Tribeca Film Institute (TFI) will improve Tribeca Teaches, an in- and after-school residency program that teaches students basic filmmaking skills. Students create documentaries based on themes connected to the individual school’s core curriculum. TFI will use this grant to keep abreast of current teaching standards and broaden participants’ learning to include more technology-based activities. It also wants to help its participants better understand and use different media formats, particularly social media, in the filmmaking process. To accomplish this, TFI will hire a consultant to develop a curriculum guide that incorporates new media-based activities and connects to the New York State Learning Standards. Teaching artists will also be trained in the use of these expanded technologies. Students will learn how to edit their own films, facilitating a more comprehensive knowledge of film projects, from start to finish.
Row New York, Inc.
Basic Skills Boot Camp
Long Island City, NY
Row New York offers the sport of rowing coupled with academic support to under-resourced youth in New York City. It plans to use this grant to improve the Pre-Competitive Rowing Exposure Program (PREP), which provides athletic (rowing) training, assessment-based tutoring, and homework help to 40 middle-school girls. To address a summer-time retention rate drop, Row New York will hire a reading-literacy skills curriculum consultant to develop an eight-week summer program spanning July and August. In July, academic tutoring and other classroom learning will be paired with an equal amount of on-water rowing. In August, participants will split their time between educational field trips and experiential learning and academic activities. Tutors will be recruited from New York City colleges and receive a stipend or class credit.
Summer on the Hill
Writing Improvement Project
Summer on the Hill (SOH) wants to improve its grade 3–8 program, which provides 200 students recruited from New York City public schools with accelerated classes in language arts, math, science, and art along with guidance on school choices and SAT/ACT preparation. Programs take place on the Horace Mann campus over 18 Saturdays during the school year and 6 weeks during the summer. SOH will hire a writing specialist to develop a curriculum tailored to SOH students, including strategies and goals for writing at each grade level. The specialist will develop training and deliver materials to help faculty teach the new curriculum and assess students. Finally, the specialist, with input from faculty, will create an ongoing curriculum map so that staff will know what students learned the previous year.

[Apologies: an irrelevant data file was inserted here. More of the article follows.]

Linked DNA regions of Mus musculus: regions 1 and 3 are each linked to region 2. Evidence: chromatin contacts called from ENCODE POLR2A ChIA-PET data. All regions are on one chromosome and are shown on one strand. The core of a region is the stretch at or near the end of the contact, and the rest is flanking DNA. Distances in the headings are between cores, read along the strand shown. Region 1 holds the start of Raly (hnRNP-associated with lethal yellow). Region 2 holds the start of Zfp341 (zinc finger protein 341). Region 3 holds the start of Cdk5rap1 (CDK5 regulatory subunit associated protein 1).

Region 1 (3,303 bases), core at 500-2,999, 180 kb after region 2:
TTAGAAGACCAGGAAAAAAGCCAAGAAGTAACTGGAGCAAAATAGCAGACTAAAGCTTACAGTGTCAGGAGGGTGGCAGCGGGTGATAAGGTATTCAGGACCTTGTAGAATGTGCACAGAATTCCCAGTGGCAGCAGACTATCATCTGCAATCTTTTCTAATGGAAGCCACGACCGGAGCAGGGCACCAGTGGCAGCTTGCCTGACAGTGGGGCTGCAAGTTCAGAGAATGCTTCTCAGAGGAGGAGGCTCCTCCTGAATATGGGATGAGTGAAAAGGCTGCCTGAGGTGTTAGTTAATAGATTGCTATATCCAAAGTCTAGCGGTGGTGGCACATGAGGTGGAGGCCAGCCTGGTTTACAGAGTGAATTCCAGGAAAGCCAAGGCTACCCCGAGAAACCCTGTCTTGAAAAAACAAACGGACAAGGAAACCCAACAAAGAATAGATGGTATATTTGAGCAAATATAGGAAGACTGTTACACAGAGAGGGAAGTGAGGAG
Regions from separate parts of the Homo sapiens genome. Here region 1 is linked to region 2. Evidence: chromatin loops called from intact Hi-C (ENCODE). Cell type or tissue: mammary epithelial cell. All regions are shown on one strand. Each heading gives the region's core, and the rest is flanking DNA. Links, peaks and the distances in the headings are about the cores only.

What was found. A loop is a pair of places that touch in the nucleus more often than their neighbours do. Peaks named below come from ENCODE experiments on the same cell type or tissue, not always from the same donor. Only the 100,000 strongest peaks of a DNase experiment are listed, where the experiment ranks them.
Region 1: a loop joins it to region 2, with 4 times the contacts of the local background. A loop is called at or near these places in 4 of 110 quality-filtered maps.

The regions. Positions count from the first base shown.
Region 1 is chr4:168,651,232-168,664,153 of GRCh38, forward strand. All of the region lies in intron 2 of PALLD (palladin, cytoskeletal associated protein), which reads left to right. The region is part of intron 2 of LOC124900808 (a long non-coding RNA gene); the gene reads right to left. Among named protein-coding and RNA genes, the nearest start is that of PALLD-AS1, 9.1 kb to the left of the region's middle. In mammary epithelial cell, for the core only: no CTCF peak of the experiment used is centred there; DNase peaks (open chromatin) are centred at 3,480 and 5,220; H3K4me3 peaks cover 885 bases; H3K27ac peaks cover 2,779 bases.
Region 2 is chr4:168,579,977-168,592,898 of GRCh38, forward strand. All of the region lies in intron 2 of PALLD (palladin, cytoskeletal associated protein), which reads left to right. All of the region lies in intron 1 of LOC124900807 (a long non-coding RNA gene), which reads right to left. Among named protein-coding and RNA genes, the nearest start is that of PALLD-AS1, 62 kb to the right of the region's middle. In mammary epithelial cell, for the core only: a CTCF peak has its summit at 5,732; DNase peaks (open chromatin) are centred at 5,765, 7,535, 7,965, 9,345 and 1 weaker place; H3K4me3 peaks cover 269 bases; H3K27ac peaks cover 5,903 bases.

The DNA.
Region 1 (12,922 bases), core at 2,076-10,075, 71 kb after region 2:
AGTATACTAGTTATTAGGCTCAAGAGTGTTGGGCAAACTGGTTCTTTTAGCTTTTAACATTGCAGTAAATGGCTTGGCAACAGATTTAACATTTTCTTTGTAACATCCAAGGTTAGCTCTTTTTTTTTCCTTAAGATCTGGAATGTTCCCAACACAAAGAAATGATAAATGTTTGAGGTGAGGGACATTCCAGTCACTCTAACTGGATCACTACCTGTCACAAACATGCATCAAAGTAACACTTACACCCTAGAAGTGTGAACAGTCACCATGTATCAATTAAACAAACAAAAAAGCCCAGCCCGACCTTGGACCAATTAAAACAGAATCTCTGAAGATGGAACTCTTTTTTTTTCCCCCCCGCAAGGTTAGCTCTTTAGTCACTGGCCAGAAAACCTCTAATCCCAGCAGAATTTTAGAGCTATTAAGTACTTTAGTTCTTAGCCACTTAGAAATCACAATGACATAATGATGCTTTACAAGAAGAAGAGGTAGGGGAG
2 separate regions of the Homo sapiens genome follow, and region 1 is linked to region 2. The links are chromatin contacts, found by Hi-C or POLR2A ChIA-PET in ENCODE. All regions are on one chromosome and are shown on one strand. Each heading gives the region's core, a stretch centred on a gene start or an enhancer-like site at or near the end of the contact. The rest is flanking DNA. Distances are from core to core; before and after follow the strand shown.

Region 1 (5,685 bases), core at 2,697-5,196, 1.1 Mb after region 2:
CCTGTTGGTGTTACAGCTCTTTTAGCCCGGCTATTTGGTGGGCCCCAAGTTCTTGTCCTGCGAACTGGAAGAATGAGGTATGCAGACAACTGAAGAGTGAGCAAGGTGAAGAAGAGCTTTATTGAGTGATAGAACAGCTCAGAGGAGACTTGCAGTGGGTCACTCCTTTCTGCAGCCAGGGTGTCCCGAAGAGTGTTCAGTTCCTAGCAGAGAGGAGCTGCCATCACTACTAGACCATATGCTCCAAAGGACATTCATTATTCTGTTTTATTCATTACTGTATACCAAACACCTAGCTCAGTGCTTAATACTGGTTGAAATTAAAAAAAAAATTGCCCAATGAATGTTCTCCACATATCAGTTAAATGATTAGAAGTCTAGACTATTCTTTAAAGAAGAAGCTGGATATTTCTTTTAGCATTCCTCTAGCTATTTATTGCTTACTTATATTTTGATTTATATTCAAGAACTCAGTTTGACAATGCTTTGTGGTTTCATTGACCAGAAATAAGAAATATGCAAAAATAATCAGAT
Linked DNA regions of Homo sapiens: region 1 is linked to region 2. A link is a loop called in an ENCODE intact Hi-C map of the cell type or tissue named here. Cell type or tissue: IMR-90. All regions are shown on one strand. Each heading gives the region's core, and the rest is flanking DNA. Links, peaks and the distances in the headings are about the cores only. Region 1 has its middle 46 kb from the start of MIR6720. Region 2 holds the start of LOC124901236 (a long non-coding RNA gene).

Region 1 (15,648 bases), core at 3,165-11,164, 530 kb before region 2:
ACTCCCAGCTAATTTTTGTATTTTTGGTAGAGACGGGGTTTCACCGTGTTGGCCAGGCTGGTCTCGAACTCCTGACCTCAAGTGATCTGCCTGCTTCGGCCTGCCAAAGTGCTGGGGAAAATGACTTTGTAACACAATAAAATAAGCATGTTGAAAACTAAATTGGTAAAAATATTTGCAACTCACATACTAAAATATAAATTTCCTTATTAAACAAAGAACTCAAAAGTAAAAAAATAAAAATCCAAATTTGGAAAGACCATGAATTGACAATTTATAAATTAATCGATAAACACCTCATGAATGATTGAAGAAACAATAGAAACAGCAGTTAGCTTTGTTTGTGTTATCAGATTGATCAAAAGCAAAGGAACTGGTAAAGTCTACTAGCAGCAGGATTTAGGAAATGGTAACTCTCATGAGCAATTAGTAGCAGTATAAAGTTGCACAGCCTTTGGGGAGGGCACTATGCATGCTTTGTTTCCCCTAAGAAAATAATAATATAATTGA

Coro New York Leadership Center
Curriculum Development Project for Coro’s Mayor’s Youth Leadership Council
New York, NY
Coro New York Leadership Center will use this award to improve its Mayor’s Youth Leadership Council (MYLC). MYLC is a two-year program in which 20 New York City 11th and 12th grade high school students build leadership skills and develop an understanding of how city government works, especially as it pertains to youth policy. During the second year, participants advise the mayor and his team on youth issues and support and train the next cohort of participants. MYLC’s current curriculum was modified from another program and does not meet its goals to educate young leaders on how city government is organized and run. Coro will review the pilot year of the program, determine best practices in the field, and interview program participants and personnel from the Mayor’s Office. It will then develop and implement a new curriculum that promotes youth leadership and development.
Jacob A. Riis Neighborhood Settlement House
Gender-Specific Program for Middle School Boys
Long Island City, NY
Jacob Riis Neighborhood Settlement House will use this award to improve its Riis Academy After-School program, which serves more than 1,000 boys and girls from western Queens. The program focuses on academic enrichment, life skills, health and wellness, and civic engagement. Jacob Riis has found that its male middle-school participants need a safe space and trusted person to talk with about sensitive issues such as bullying, self-esteem, and sex/gender roles. Jacob Riis will create a specific component of the after-school program to serve 60 middle-school boys across its 3 campuses. It will hire a Health Educator/Technology Specialist to manage the new component, which will include health and sexuality workshops, literacy training, blogging, and related staff development.
The Point Community Development Corporation
Social Worker in Residency Project
The Point Community Development Corporation will use this award to improve its after-school and weekend programming, which serve 500 kids from the Hunts Point section of the Bronx. Programs emphasize academic support and justice-based arts and service learning activities. The Point will hire a part-time social worker to take on a caseload of the neediest students and their families to provide counseling and referrals. The social worker will conduct workshops focused on developing socio-emotional skills and train frontline staff and volunteers to better handle participants’ issues. To help sustain this new component, the social worker will establish a relationship with a local social work school to provide clinical supervision and a team of master’s of social work candidates to work with the Point’s participants.